China’s (and Asia’s) Biggest Refiner Hit Hard by Iran Sanctions

Sinopec to reduce operations after skyrocketing freight rates erode margins

Editor’s note: For background see: Shipping Crude to Asia Has Never Been More Expensive, US Sanctions to Blame — US sanctions have taken 300 tankers, 3% of the global fleet, off trading markets

China’s biggest refiner plans to reduce operations from next month after a surge in the cost of shipping crude eroded margins, according to people with knowledge of the matter.

Freight rates have skyrocketed since the U.S. announced sanctions on Chinese shipowners in late-September, triggering a flight from vessels owned by affected companies and a bidding war for alternative tankers. That’s driven up the cost of importing crude and is cutting into the profits made from refining.

Sinopec Corp. is looking to start cutting run rates from November, according to the people, who asked not to be identified as information is private. The company could reduce total processing by one million tons of oil in December, the equivalent of about 5% of the company’s refining, according to one of the people. An external spokesperson for the company declined to comment.

The decision by Sinopec — China’s top refiner by capacity — comes at a time when Asian processors would typically be increasing run rates to cope with higher fuel demand from winter and holiday consumption. The surge in oil-procurement costs has far outweighed an expected boost in margins toward the end of 2019 due to cleaner ship-fuel rules that take effect on Jan. 1.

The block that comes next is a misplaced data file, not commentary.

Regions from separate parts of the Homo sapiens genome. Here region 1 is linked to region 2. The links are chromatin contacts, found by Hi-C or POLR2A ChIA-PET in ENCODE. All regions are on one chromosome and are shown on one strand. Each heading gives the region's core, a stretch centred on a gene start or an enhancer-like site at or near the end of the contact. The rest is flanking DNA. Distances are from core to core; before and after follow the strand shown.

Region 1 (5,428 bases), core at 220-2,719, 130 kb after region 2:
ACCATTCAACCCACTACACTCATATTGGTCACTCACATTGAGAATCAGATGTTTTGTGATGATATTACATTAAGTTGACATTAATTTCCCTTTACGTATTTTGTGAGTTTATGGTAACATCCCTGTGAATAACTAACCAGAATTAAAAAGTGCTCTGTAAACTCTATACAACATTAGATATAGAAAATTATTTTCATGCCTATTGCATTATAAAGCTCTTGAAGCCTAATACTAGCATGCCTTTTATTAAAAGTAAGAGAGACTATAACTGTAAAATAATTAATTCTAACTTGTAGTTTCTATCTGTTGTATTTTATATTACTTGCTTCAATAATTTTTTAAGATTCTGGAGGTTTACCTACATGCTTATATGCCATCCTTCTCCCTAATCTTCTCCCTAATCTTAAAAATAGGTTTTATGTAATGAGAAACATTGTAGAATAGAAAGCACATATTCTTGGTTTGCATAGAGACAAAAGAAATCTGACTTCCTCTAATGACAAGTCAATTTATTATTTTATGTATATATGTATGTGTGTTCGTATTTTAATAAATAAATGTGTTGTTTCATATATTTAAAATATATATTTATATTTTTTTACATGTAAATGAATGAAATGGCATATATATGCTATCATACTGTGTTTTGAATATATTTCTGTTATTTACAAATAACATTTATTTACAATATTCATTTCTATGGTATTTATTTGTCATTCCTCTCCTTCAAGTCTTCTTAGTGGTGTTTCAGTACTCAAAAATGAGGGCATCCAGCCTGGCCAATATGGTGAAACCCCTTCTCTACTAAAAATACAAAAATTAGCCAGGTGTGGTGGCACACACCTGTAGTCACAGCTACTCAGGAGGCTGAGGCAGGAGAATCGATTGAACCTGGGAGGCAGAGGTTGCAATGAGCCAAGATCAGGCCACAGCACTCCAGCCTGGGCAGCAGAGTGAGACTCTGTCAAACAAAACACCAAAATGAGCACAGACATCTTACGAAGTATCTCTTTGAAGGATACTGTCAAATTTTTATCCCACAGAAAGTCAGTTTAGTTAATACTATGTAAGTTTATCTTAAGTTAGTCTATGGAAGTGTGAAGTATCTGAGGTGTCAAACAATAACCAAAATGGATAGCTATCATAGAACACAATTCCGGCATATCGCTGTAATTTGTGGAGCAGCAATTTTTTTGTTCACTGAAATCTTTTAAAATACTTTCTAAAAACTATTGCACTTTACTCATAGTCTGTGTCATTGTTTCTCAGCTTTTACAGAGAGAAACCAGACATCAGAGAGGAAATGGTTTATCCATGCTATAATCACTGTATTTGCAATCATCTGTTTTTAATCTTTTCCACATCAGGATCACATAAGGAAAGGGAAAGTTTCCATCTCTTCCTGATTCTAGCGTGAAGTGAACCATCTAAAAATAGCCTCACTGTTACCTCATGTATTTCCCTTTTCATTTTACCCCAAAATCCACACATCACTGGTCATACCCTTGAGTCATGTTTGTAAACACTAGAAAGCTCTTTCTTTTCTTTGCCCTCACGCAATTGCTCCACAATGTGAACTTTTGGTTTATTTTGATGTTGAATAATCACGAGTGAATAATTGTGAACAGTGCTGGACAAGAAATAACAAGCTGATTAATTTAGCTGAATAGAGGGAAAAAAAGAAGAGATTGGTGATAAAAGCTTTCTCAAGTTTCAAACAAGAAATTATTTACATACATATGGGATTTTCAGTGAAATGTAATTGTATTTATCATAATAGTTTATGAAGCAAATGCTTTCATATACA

“Such a dramatic surge in freight rates is unprecedented,” said Li Li, an analyst at Shanghai-based commodities researcher ICIS-China. “It’s something that most market observers have never seen before, and it’s leading to widespread panic.”

The cost of chartering a supertanker from the Arabian Gulf to China surged fivefold since late-September, according to Baltic Exchange data, as sanctions on units of companies including COSCO Shipping Energy Transportation Co. prompted cancellations and replacements. Booking a tanker for the West Africa to China route rose to $10 a barrel — which adds almost 20% to the price of oil — from about $2.50 before the sanctions.

Sinopec, which operates complex refineries along China’s coast, the Yangtze River and in North China, imports oil from all the major producing regions. Higher freight rates are set to have a bigger impact on longer-haul shipments.

The rising transport costs may prompt refiners to tap existing inventories as they reduce spot purchases. Indian Oil Corp. has been forced to reduce spot imports, while Hindustan Petroleum Corp. has raised concerns about the impact of shipping rates on the company’s procurement plans and profits.

“The decision by Sinopec could contribute some bullishness to the Asian fuels and oil-products market,” ICIS-China’s Li said. “Particularly if more refiners across the region follow suit.”

Source: Bloomberg

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